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[PS: Before all you anatomy/grammar nazis get your panties in a bunch that I said myofascialize, I acknowledge that this is a word I made up and if you google search it all the links that come up are mine].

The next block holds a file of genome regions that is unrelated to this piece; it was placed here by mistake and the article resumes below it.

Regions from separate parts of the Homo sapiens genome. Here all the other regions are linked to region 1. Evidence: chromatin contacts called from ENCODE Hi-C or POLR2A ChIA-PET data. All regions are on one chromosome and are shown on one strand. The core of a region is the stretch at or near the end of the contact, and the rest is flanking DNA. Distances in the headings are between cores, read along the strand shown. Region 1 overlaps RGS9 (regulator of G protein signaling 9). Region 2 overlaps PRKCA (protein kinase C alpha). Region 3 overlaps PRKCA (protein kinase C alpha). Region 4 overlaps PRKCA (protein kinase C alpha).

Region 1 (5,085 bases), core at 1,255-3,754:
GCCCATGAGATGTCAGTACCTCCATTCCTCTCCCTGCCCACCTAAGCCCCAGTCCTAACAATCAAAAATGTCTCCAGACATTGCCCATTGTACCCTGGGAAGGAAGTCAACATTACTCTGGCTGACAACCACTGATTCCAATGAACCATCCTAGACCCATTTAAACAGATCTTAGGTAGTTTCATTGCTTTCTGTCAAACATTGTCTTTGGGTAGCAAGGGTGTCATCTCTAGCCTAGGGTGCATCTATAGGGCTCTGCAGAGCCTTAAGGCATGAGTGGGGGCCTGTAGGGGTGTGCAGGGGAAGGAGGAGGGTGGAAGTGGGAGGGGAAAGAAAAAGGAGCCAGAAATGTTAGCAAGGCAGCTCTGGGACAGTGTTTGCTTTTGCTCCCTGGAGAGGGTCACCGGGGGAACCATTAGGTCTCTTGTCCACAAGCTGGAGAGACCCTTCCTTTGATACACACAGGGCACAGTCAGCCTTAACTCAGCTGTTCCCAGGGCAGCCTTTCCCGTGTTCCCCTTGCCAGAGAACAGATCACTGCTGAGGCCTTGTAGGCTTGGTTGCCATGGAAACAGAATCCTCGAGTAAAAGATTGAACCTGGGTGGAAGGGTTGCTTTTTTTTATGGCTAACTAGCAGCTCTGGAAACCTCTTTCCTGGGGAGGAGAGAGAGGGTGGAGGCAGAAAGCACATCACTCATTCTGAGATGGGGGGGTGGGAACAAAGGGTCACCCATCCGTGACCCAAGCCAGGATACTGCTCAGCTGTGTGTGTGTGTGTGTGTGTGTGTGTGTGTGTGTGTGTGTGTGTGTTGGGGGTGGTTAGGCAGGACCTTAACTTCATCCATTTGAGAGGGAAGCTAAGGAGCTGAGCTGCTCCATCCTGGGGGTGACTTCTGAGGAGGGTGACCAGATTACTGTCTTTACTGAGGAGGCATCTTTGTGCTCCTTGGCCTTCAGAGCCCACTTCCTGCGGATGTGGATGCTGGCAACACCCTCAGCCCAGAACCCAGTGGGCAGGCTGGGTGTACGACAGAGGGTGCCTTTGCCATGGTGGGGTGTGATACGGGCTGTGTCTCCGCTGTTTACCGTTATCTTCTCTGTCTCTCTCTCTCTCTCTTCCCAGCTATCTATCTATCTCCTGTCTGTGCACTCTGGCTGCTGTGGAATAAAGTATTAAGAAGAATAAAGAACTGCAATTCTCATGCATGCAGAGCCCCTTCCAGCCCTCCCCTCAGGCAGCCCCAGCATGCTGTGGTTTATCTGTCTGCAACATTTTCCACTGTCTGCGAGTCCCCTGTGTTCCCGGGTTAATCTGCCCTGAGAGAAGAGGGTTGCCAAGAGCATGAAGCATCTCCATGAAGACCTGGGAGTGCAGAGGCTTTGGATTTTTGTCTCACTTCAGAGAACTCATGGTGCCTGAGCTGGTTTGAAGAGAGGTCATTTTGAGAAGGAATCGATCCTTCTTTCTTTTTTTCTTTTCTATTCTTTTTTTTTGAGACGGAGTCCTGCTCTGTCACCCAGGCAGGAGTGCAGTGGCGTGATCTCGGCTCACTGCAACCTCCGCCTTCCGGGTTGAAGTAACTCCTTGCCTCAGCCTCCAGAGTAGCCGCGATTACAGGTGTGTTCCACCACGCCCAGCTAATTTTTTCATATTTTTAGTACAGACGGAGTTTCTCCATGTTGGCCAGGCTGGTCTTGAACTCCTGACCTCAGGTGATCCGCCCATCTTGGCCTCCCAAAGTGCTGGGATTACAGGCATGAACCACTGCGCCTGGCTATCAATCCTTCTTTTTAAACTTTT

Whether you’re a UFC fighter who trains twice a day or an engineer who sits at a desk for 40 hours a week, myofascial release will be beneficial. It’s also beautiful that these techniques can be done by yourself utilizing tools such as the theracane, lacrosse ball, pvc pipe, foam roller etc. I believe that these are useful investments, especially since I hear injury rehab and pain pills usually cost money as well. Releasing the bound up fascial tissue in the body is important for pain management, optimizing movement when exercising and overall physical wellness (I’m 21 but I can only imagine what pain I would have felt at 41 if I never bothered to myofascialize). I am glad I implemented myofascial release into my training regimen, mainly because it allows me to keep training.